A true adventure story, I was racing through the last few chapters, marveling at how Fawcett’s story and Grann’s story were coming together in a climactic ending. We’re still learning so much about ancient civilizations thanks to modern technology, there was really no way Fawcett would have found his lost city of “Z”. Yet, that doesn’t mean it didn’t exist.

Also, stay tuned for the 2012 movie version of this story that’s reputed to star Brad Pitt.


About WildlyLived

Creating | Photographing | Reading | Traveling | Writing



  1. Pingback: 2017: The Year of Non-Fiction | WildlyRead - January 16, 2017

  2. Pingback: The Lost City of Z: Book Review + Movie Trailer | WildlyRead - January 17, 2017

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Car book! We always keep a non-fiction book in the car to read on the way to the grocery or if we get stuck in a traffic jam or if we find a park somewhere. Our current book is SUDDEN SEA: THE GREAT HURRICANE OF 1938 by R.A. Scotti. She writes surprisingly lyrically about a hellish event that took the inhabitants of the NE coast almost entirely by surprise, despite the awareness of some officials. Fascinating in the wake of Hurricanes Irma & Maria.
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#hurricaneirma #hurricanemaria #readstagram #readwithme #readmore #reading #read #instaread #instabook #indiesfirst #shoplocal #bookstore #bookshop #bookshelves #book #books #bookrec #bookworm #bookish #booklove #booklover #nonfiction #carbook #sundayfunday #roadtrip Loving the #Halloween book display @quailridgebooks!
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#readstagram #readwithme #readmore #reading #read #spooky #instaread #instabook #indiesfirst #shoplocal #bookstore #bookshop #bookshelves #display #spookyreads #book #books #bookrec #bookworm #bookish #booklove #booklover #quailreads #childrensbooks #picturebooks Couldn't wait to get my hands on a copy of THE WORLD SHINES FOR YOU by Jeffrey Burton and @icreature for @simonkids!
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Gorgeous illustrations pop with foil pieces that highlight the words of this simple book, perfect for even the youngest reader. The sweetly lyrical text leads the reader from one - a tree - to many - the forest - and beyond, with each turn of the page showing more and more complex scenes through fall, winter, spring, summer, country, city, morning, and night, until we reach the end where the whole world is shining. I immediately wanted to read it again. For all ages, but especially 1-3-year-olds.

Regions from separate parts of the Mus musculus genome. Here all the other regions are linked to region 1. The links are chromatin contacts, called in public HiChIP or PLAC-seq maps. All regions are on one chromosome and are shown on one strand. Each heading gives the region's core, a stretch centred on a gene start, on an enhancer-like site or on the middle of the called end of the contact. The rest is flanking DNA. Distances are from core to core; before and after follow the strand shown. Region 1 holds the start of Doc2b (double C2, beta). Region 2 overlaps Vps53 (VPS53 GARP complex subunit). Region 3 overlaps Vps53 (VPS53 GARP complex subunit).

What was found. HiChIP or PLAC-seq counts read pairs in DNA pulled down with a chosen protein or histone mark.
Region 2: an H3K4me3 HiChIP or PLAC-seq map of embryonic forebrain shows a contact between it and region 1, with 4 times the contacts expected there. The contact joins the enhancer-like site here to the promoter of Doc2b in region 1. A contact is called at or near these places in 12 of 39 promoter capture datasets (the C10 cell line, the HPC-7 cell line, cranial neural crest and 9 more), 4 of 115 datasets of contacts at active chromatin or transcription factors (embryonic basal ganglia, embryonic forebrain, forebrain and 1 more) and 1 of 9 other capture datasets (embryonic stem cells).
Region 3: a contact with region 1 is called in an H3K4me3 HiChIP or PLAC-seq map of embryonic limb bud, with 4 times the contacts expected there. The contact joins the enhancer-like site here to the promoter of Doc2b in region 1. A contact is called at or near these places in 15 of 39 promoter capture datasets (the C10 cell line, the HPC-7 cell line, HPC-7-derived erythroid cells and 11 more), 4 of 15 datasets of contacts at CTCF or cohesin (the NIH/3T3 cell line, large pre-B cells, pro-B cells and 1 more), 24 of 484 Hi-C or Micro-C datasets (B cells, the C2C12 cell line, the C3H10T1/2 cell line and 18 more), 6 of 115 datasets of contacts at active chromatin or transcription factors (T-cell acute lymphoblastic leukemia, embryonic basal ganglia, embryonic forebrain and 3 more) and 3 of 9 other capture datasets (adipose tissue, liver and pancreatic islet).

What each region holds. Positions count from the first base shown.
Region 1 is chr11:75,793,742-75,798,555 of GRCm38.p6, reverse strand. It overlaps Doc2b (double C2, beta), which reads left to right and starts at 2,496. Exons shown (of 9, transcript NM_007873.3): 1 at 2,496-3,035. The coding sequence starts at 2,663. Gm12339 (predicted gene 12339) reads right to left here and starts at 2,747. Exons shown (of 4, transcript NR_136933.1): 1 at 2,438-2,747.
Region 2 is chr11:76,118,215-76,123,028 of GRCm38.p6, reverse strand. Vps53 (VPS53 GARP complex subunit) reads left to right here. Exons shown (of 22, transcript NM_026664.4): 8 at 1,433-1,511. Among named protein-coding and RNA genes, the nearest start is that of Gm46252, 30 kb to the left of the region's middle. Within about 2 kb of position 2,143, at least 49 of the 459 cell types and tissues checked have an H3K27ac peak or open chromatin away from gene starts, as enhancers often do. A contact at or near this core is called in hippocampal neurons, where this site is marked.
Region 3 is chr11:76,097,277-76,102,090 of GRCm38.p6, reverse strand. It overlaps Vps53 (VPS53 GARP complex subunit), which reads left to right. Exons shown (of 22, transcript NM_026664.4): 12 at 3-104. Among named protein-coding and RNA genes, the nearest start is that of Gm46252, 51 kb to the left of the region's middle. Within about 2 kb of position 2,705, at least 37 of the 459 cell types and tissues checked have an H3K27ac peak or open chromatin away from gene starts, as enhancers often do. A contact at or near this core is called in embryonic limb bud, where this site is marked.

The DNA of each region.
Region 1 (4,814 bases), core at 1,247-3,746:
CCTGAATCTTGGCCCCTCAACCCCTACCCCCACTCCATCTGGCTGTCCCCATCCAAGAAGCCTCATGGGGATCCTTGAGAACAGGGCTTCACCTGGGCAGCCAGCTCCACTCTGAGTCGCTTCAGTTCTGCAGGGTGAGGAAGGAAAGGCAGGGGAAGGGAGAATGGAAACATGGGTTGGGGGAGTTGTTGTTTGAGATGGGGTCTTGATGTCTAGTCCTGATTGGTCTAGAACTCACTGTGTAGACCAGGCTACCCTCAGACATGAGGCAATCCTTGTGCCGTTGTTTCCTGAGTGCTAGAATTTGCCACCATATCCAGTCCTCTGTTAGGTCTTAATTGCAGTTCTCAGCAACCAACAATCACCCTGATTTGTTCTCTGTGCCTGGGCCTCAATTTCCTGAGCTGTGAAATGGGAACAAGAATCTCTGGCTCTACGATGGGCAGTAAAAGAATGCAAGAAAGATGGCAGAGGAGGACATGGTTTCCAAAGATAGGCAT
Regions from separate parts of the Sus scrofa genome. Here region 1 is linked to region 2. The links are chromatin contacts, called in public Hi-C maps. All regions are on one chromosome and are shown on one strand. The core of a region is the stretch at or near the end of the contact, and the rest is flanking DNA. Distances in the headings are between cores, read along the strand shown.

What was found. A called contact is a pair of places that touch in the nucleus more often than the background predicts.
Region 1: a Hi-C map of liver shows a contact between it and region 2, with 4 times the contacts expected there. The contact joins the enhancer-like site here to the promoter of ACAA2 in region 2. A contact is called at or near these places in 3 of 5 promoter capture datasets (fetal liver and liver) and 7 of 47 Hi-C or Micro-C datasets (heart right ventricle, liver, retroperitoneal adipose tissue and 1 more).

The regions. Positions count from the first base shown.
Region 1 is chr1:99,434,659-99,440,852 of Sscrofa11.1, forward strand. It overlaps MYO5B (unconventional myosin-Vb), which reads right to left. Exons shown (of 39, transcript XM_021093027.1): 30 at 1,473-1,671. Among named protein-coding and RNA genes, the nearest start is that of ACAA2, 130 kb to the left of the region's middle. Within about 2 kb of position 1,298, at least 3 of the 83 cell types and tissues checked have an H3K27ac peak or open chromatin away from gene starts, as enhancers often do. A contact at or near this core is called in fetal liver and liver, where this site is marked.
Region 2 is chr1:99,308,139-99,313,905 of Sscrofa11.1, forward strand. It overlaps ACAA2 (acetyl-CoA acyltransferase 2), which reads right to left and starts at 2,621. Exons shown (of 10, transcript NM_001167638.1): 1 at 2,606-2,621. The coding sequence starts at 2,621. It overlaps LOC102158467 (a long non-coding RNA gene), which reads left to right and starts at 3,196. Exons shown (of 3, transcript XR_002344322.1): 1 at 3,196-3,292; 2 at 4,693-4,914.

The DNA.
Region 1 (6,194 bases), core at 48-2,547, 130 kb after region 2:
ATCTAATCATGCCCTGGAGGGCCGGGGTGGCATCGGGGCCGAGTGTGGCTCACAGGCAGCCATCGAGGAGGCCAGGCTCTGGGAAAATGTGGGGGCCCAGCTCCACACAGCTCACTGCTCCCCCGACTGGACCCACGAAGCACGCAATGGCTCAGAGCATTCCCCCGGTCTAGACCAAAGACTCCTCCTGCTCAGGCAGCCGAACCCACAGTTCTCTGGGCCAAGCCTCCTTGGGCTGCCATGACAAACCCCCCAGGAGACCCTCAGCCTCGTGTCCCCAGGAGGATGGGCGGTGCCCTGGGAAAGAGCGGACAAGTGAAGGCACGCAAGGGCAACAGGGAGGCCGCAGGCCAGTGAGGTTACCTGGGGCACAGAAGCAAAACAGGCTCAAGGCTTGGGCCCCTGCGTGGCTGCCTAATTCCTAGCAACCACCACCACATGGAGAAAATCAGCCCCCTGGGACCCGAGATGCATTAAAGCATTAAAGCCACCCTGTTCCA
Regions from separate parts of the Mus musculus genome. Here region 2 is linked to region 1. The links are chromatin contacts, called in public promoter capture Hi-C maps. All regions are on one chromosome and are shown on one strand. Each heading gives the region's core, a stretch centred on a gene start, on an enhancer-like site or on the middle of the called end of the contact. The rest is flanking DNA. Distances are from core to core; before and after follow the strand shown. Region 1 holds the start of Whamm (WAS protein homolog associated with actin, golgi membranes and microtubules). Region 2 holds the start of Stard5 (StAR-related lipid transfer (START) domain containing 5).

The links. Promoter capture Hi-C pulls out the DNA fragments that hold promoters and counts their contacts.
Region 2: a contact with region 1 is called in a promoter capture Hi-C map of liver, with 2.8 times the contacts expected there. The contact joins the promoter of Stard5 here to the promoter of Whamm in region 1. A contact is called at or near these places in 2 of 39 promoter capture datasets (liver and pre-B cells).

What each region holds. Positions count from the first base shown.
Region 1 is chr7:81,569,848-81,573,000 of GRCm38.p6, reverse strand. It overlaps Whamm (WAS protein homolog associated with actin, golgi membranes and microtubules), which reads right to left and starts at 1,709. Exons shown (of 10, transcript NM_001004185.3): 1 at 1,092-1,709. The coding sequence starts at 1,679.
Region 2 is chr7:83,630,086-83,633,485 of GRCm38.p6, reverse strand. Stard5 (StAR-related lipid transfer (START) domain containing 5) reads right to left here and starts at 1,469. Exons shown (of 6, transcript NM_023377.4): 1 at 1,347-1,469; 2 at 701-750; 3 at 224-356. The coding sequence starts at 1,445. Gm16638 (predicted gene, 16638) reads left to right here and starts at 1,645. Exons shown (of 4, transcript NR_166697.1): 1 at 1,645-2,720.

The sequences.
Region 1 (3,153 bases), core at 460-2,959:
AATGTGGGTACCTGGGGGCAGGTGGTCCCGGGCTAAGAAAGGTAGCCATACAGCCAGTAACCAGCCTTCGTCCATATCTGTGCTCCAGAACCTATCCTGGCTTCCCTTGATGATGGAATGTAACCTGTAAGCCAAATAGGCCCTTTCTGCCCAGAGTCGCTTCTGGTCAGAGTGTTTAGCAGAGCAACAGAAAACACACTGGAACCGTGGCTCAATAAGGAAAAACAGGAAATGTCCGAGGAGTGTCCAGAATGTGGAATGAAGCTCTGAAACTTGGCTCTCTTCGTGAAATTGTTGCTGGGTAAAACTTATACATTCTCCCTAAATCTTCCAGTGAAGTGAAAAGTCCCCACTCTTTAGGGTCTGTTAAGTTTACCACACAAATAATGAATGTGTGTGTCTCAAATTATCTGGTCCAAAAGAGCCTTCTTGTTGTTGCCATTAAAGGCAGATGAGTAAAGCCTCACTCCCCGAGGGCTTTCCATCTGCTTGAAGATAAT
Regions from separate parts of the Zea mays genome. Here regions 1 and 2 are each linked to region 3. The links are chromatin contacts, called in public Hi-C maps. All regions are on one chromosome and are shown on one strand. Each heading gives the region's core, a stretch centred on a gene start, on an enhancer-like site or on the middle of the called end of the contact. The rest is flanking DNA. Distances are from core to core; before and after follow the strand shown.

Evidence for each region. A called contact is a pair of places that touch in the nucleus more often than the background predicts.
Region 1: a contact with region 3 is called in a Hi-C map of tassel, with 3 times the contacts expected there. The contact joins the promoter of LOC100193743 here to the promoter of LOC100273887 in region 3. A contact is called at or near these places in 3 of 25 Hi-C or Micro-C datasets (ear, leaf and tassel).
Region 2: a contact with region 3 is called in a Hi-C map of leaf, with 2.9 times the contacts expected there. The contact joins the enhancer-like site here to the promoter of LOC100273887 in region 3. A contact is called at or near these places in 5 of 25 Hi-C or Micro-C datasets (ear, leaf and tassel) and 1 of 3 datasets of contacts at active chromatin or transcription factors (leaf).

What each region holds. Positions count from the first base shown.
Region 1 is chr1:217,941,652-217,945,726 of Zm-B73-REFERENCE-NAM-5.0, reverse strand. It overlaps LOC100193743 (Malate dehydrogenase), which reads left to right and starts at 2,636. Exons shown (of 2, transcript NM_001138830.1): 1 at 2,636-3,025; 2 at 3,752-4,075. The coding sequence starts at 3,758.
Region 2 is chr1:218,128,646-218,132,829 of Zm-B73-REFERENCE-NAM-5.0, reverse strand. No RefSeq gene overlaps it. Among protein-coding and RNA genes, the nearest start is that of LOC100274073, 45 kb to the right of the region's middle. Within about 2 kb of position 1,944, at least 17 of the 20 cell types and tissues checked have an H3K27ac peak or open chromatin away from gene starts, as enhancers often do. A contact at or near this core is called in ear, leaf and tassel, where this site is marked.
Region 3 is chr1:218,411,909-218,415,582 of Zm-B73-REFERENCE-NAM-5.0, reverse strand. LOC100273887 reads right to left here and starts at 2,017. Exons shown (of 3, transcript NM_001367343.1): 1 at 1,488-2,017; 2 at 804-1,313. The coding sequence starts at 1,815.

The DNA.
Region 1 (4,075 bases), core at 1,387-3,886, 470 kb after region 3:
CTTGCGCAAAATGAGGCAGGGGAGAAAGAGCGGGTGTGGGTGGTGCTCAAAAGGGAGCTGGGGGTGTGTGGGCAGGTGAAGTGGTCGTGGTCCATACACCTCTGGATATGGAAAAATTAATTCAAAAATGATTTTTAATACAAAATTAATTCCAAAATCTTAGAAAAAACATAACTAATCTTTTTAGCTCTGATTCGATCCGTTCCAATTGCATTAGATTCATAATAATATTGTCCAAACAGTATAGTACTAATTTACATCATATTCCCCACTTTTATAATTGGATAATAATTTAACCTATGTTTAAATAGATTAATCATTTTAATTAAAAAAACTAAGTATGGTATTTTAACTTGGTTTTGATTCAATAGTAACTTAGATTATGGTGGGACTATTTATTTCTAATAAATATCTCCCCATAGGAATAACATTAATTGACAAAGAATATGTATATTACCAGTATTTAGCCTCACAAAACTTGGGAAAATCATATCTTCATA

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#bookrecommendations #bookreview #bookrec #book #books #bookish #bookworm #bookstagram #booklover #instabook #instaread #read #reading #readmore #readwithme #readstagram Completed road trip book 1, including a brief review (review below).
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#booklove #bookrec #bookish #books #book #bookstagram #bookworm #booklover #bookstagrammer #instaread #instabook #readstagram #read #reading #readmore #readwithme #readmorebooks #bookreview #bookrecommendations #jdrobb #noraroberts #indeath . . .

Does not disappoint! Another solid read in the In Death series by JD Robb. I've been reading this series since 2013, since before she came out as Nora Roberts, and I keep expecting the next book and then the next book and then the next book to dip in terms of quality of style and content and originality, but it just doesn't (thank goodness!). In #46, Dark in Death, JD ROBB almost makes a play on her own life in ways, as Eve is after a murderer who finds inspiration in a specific author's murder mysteries. Robb literally pays homage to the master of the meta, Hitchcock, with mentions of Psycho and Dial M for Murder, and I'm pretty sure the author she describes is modeled after Robb herself (physically). The plot is pretty tight and focused, but we still get glimpses of Peabody & McNab; Leonardo, Mavis, & Bella; Somerset is still off on holiday; and there is just a peek at the growing romantic interest in Nadine's life, as well as a preview of Nadine's next best-seller based on Eve's police work. I'm looking forward to a future book of Robb's that I'm sure will go into further detail either about Nadine's upcoming Oscar nomination for the first book/movie or the publication and what I'm sure will be subsequent movie of the second book. Enjoy!